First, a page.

The ongoing thirst for the perfect public house leads to Manhattan’s PJ Clarke’s

In this week’s article on the American Public House Review, Chris Poh takes us to a true Manhattan institution.  It is a place with a somewhat murky history and an incredibly inviting atmosphere called PJ Clarke’s.

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Take a stroll around the place.  See Frank Sinatra’s regular table, and the photos of all the luminaries who have graced these very same barstools you are about to occupy.  You may be impressed with all the famous people, but you will be even more impressed with the overwhelming sense of history and belonging this little brick tavern possesses amidst the shadows of the steel giants surrounding PJ Clarke’s in midtown Manhattan.

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In my posting about Molly’s Shebeen, I mention that certain indescribable feeling that old Manhattan bars have.  It is an atmospheric element that is unique to taverns on this island and PJ Clarke’s defines it.  It is Francis Ford Coppola and Woody Allen at the same time.  It is all together colonial and roaring twenties.  It is warm and inviting, while also feeling like the scene of a Vito Corleone style hit.  If none of that makes sense, please remember that I started the paragraph by calling it indescribable.

by Dave McBride

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Searching two bars for Dunmore Throop

In our very first issue, we were introduced to the writings of a mysterious former employee of Scotland Yard name Dunmore Throop.  For some reason this international man of intrigue, and I guy that only editor Chris Poh has ever met…well, allegedly met, seems to enjoy strolling along the Delaware River during is days off.
The bar at the Indian Rock Inn

The bar at the Indian Rock Inn

Along the way he discovered a lovely spot called the Indian Rock Inn.  In my ongoing pursuit to find and actually talk to Mr. Throop, I stopped at the Indian Rock to question the help there about Mr. Throop’s visit.  No one seemed to have any idea who I was talking about.  But that is not at all surprising since I can only imagine that for security’s sake Mr. Throop did not reveal his true identity.  I mean after all, from years of working undercover at the Yard, he must still have quite a few people who would pay handsomely for information on his whereabouts. 

at Manhattan's famous White Horse Tavern

Manhattan's White Horse Tavern

But I must admit that I am somewhat worried about Mr. Throop these days.  The last time we heard from him was February when he reported to us from Manhattan’s famed White Horse Tavern.  The White Horse is one of America’s most historic pubs, and was once the favorite hangout of the legendary poet Dylan Thomas.  Mr. Throop seemed as enthralled with the place is Thomas himself was.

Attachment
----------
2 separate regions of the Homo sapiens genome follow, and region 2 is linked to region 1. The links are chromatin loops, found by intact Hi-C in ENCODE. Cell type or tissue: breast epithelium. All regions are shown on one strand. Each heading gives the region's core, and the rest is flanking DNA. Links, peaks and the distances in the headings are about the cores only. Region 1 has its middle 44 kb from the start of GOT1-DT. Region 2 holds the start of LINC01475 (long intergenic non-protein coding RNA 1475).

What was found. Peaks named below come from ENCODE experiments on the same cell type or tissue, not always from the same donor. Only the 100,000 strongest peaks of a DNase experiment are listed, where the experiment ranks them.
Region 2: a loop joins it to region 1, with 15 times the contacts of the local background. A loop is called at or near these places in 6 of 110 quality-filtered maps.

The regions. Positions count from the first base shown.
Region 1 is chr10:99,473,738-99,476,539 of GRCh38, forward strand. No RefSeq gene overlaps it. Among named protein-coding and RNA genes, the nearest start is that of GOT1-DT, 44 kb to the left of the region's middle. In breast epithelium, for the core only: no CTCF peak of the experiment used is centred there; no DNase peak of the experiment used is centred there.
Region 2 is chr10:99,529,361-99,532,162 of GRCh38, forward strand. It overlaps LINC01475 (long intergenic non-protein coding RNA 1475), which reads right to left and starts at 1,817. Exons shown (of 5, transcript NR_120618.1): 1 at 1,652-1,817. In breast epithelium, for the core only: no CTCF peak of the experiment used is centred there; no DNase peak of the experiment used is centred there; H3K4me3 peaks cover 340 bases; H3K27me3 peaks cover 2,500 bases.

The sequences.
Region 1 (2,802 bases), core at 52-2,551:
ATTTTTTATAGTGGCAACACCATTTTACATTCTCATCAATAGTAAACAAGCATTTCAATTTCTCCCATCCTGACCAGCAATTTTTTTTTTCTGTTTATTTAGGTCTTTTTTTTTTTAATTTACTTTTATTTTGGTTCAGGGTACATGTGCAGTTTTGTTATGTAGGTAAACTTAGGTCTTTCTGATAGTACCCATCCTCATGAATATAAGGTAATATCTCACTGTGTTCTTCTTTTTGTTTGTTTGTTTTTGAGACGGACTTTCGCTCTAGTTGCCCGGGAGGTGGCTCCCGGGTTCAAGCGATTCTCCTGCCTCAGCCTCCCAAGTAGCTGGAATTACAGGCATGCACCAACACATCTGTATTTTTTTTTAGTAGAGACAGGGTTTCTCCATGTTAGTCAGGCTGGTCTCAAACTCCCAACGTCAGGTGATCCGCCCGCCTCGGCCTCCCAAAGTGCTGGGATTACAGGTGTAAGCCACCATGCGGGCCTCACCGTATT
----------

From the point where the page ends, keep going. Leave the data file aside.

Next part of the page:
I tried to trace Mr. Throop’s steps here as well, but met with even less cooperation from those I interrogated there.  It seemed almost as though he had instructed them to cover for him.  There are a lot of people in Manhattan, and an awful lot of mysterious things can happen to mysterious people like Dunmore Throop.  But even though I may worry a bit, in my heart I do believe he will return from his hideaway soon enough.  This is a man who has served Scotland Yard well for decades.  A man like that is not easily found.

by David McBride

A Place Where Everyone Wins

McSorley\'s Old Ale House I would not be one to say that I support the tactics or candidacy of the lady senator from New York; but I can not find any joy in the fact that after the North Carolina and Indiana primaries, Hillary Clinton has, although still stubbornly living in denial, lost her bid to become president. Like most human beings I spend a good portion of my life rooting for my guy, my cause, my side, my country, my party, my team and so on and so forth.

McSorleys Painting

 On that rare occasion my horse actually comes in – as was the case at this year’s Kentucky Derby. With any victory there is that moment of gotcha and glee; but if you take the time to wipe the champagne from your eyes and look around – you’re bound to notice that someone is crying, someone is in pain and someone has lost. It seems that there is no human endeavor, no matter how well-intentioned, that doesn’t result in some degree of hardship for our fellowman.

I would like to think that beyond this life there exists a place where everyone wins, and where potential is achieved without doing harm to others – a place where your glass is always full and your heart is never empty!  Valhalla – Heaven – Nirvana – Eden or just…

Back Room at McSorley\'s

 the back room at McSorley’s Old Ale House!

Posted by: Chris Poh, Publisher – American Public House Review

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